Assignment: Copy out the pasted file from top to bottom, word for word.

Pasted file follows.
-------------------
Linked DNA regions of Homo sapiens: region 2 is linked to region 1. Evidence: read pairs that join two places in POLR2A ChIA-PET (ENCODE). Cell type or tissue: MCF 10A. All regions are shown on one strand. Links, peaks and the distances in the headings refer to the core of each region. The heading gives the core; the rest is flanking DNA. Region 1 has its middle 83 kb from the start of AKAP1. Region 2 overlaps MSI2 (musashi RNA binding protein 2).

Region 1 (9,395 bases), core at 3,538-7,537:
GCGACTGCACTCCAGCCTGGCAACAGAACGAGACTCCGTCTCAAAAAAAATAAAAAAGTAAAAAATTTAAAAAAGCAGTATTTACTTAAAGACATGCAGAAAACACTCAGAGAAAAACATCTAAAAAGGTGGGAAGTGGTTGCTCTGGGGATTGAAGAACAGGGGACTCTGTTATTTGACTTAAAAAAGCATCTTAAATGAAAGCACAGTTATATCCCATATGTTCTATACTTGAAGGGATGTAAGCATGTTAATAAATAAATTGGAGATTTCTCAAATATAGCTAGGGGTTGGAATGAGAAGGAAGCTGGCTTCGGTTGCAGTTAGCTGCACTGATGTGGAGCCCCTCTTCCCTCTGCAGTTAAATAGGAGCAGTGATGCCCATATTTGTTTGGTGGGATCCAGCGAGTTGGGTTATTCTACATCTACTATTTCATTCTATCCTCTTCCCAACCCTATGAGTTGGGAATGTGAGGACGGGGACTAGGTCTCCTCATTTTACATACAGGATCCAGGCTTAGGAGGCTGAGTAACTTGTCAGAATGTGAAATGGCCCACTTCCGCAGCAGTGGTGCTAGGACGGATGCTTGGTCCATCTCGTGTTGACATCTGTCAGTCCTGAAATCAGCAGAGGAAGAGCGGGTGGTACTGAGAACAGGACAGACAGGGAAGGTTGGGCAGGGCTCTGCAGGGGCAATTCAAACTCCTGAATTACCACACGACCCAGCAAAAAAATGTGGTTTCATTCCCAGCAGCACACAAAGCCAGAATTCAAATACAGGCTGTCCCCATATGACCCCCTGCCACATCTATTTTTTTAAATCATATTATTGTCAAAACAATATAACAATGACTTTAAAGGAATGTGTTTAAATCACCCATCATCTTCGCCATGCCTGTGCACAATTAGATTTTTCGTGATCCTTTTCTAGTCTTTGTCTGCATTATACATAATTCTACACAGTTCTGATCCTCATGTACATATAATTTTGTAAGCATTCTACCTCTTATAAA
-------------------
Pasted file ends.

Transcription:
Linked DNA regions of Homo sapiens: region 2 is linked to region 1. Evidence: read pairs that join two places in POLR2A ChIA-PET (ENCODE). Cell type or tissue: MCF 10A. All regions are shown on one strand. Links, peaks and the distances in the headings refer to the core of each region. The heading gives the core; the rest is flanking DNA. Region 1 has its middle 83 kb from the start of AKAP1. Region 2 overlaps MSI2 (musashi RNA binding protein 2).

Region 1 (9,395 bases), core at 3,538-7,537:
GCGACTGCACTCCAGCCTGGCAACAGAACGAGACTCCGTCTCAAAAAAAATAAAAAAGTAAAAAATTTAAAAAAGCAGTATTTACTTAAAGACATGCAGAAAACACTCAGAGAAAAACATCTAAAAAGGTGGGAAGTGGTTGCTCTGGGGATTGAAGAACAGGGGACTCTGTTATTTGACTTAAAAAAGCATCTTAAATGAAAGCACAGTTATATCCCATATGTTCTATACTTGAAGGGATGTAAGCATGTTAATAAATAAATTGGAGATTTCTCAAATATAGCTAGGGGTTGGAATGAGAAGGAAGCTGGCTTCGGTTGCAGTTAGCTGCACTGATGTGGAGCCCCTCTTCCCTCTGCAGTTAAATAGGAGCAGTGATGCCCATATTTGTTTGGTGGGATCCAGCGAGTTGGGTTATTCTACATCTACTATTTCATTCTATCCTCTTCCCAACCCTATGAGTTGGGAATGTGAGGACGGGGACTAGGTCTCCTCATTTTACATACAGGATCCAGGCTTAGGAGGCTGAGTAACTTGTCAGAATGTGAAATGGCCCACTTCCGCAGCAGTGGTGCTAGGACGGATGCTTGGTCCATCTCGTGTTGACATCTGTCAGTCCTGAAATCAGCAGAGGAAGAGCGGGTGGTACTGAGAACAGGACAGACAGGGAAGGTTGGGCAGGGCTCTGCAGGGGCAATTCAAACTCCTGAATTACCACACGACCCAGCAAAAAAATGTGGTTTCATTCCCAGCAGCACACAAAGCCAGAATTCAAATACAGGCTGTCCCCATATGACCCCCTGCCACATCTATTTTTTTAAATCATATTATTGTCAAAACAATATAACAATGACTTTAAAGGAATGTGTTTAAATCACCCATCATCTTCGCCATGCCTGTGCACAATTAGATTTTTCGTGATCCTTTTCTAGTCTTTGTCTGCATTATACATAATTCTACACAGTTCTGATCCTCATGTACATATAATTTTGTAAGCATTCTACCTCTTATAAA